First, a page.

So...last time we looked, the QR code was frowned upon by almost everyone, everywhere (though it does linger in the U.S.). And surely one worry is that by the time students graduate in 2017, with the course starting in 2013, the rocket-speed development of social media itself will have outpaced their education.

But, far be it from us to badmouth some innovation in education. And at least one bit of the U.S. education system is keeping up with the cutting edge of tech (and the rest of the world) for once.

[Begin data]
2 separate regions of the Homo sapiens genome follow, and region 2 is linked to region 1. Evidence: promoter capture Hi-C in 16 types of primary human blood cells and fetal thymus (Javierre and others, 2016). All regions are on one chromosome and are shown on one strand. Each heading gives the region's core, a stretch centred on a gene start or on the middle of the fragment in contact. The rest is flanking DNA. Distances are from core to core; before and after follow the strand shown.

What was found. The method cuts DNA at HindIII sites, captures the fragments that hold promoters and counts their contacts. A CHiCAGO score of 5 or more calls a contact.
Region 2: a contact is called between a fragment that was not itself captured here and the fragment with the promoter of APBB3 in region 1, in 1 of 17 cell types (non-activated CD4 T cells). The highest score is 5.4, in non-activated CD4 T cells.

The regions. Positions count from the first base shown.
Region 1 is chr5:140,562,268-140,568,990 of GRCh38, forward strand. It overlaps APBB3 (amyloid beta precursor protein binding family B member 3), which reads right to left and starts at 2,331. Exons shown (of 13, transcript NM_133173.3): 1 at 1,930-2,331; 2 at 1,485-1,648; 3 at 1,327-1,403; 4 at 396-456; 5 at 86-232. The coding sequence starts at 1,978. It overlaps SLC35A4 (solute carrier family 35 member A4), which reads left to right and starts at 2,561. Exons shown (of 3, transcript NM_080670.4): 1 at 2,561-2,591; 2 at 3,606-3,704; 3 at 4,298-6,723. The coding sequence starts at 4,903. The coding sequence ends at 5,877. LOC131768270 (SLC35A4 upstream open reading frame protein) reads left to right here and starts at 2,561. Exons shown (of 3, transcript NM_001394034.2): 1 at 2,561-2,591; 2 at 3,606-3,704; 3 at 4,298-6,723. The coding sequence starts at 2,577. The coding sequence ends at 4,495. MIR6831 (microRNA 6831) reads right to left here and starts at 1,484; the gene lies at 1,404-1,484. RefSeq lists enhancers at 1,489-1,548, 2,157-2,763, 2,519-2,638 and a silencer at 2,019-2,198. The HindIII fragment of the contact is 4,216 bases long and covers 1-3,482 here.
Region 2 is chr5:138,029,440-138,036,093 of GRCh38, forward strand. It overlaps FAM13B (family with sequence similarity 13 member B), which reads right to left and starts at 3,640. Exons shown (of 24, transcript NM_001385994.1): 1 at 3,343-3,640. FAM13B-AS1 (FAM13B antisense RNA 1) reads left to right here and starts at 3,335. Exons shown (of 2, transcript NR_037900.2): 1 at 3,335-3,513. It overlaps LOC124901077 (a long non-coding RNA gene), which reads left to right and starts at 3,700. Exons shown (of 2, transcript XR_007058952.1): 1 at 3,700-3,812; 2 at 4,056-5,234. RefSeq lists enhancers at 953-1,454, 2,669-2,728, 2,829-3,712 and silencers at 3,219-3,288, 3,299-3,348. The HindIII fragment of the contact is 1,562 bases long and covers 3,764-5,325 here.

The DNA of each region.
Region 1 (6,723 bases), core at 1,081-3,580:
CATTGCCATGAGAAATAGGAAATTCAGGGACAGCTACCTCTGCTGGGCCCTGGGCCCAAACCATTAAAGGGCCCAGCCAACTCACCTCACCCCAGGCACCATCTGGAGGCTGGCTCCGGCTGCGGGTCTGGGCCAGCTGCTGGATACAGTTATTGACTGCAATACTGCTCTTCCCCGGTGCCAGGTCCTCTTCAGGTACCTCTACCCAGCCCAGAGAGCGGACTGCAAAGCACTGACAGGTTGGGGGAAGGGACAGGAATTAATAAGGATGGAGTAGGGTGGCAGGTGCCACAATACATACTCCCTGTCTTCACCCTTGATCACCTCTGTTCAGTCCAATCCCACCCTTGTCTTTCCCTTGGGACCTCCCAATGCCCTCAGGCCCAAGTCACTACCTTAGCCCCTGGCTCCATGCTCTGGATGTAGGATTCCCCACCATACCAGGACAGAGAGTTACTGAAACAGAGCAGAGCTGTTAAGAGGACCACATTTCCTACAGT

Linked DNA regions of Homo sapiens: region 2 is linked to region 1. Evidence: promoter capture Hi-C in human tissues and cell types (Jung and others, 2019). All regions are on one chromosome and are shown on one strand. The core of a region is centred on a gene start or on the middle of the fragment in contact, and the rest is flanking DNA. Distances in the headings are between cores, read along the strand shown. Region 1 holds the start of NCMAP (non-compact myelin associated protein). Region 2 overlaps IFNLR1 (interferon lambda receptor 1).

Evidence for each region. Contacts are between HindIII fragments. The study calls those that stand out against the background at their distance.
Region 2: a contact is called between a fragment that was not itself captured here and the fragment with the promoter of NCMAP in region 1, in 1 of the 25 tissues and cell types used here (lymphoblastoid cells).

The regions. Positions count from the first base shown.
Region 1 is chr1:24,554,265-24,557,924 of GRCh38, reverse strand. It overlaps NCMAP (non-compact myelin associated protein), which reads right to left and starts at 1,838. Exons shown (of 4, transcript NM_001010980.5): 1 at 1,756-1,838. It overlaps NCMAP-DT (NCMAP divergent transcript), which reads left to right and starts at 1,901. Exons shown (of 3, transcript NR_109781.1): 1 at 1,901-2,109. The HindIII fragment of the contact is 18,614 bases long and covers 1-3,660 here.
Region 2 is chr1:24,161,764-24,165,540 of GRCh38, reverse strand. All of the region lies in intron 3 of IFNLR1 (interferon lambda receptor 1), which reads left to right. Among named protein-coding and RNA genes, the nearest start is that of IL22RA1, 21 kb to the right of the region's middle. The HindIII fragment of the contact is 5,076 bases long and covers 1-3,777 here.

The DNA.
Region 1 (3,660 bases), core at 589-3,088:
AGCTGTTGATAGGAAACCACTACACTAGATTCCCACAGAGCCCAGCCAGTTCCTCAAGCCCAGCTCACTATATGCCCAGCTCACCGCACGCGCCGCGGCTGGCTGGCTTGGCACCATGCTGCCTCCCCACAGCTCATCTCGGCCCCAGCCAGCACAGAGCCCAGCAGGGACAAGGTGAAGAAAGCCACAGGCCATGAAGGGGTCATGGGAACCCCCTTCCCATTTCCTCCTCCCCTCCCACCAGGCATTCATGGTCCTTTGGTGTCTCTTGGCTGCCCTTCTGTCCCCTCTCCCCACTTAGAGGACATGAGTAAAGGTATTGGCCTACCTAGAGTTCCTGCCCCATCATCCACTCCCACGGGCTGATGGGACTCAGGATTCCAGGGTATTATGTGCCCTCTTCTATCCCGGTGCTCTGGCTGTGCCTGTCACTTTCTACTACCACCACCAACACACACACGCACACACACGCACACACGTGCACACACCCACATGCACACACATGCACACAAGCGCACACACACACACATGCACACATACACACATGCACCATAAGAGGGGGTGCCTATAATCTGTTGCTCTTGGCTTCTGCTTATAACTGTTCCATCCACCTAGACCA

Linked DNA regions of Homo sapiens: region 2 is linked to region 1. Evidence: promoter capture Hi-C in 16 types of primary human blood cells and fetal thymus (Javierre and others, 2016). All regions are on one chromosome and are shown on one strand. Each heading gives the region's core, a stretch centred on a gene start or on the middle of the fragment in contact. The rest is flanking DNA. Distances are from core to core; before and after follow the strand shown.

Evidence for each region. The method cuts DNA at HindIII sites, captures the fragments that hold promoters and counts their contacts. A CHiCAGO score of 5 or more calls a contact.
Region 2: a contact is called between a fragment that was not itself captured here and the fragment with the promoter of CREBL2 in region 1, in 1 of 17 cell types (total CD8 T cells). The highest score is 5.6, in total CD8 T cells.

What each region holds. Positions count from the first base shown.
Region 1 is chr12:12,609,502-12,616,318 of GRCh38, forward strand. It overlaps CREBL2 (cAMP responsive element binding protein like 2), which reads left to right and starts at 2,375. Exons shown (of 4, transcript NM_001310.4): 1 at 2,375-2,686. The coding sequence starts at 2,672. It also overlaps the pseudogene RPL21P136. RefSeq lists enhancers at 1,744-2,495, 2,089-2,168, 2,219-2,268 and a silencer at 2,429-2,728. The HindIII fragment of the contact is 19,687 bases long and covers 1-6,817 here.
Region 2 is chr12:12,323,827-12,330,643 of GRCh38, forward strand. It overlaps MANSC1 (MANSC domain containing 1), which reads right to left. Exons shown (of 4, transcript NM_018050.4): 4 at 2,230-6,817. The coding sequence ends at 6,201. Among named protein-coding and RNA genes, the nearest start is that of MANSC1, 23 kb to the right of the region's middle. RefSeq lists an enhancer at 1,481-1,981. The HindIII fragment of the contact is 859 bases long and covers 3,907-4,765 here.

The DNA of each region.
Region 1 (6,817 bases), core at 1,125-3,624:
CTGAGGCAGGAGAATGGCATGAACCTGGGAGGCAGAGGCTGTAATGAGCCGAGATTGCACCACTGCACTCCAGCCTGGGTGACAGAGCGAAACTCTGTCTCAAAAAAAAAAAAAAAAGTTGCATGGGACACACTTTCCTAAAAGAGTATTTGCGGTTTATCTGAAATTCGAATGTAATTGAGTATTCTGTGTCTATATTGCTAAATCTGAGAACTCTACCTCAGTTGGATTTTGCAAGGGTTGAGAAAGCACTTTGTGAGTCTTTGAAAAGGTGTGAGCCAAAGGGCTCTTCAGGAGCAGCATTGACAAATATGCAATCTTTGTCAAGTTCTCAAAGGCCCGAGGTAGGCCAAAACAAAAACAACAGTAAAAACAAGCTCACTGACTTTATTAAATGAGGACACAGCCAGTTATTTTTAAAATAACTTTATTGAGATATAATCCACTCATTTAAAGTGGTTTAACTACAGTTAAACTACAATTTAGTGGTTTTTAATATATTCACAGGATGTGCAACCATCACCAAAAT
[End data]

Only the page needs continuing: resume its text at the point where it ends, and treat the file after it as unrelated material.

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  • Harry Reczek

    A Social Media course should at least be a core course for today's students. It's like taking an English class to be competent in communication (writing & speaking), then take Social Media to be digitally literate. Once we all realize that because of social media we have a personal Brand on-line then we begin to appreciate the need for social media education that creates learning. Once there's the "core" course, maybe decide to "major" in it. That's where we apply the value of social media in the "business world". In your "personal world" maybe a class or two might be beneficial on how to get a job and develop your career. “Table manners” aren’t taught in schools so I am NOT surprised that “Social Media manners” isn’t either. Facebook is FUN, social media is not. Colleges should mean business . ~H 

  • nrosskothen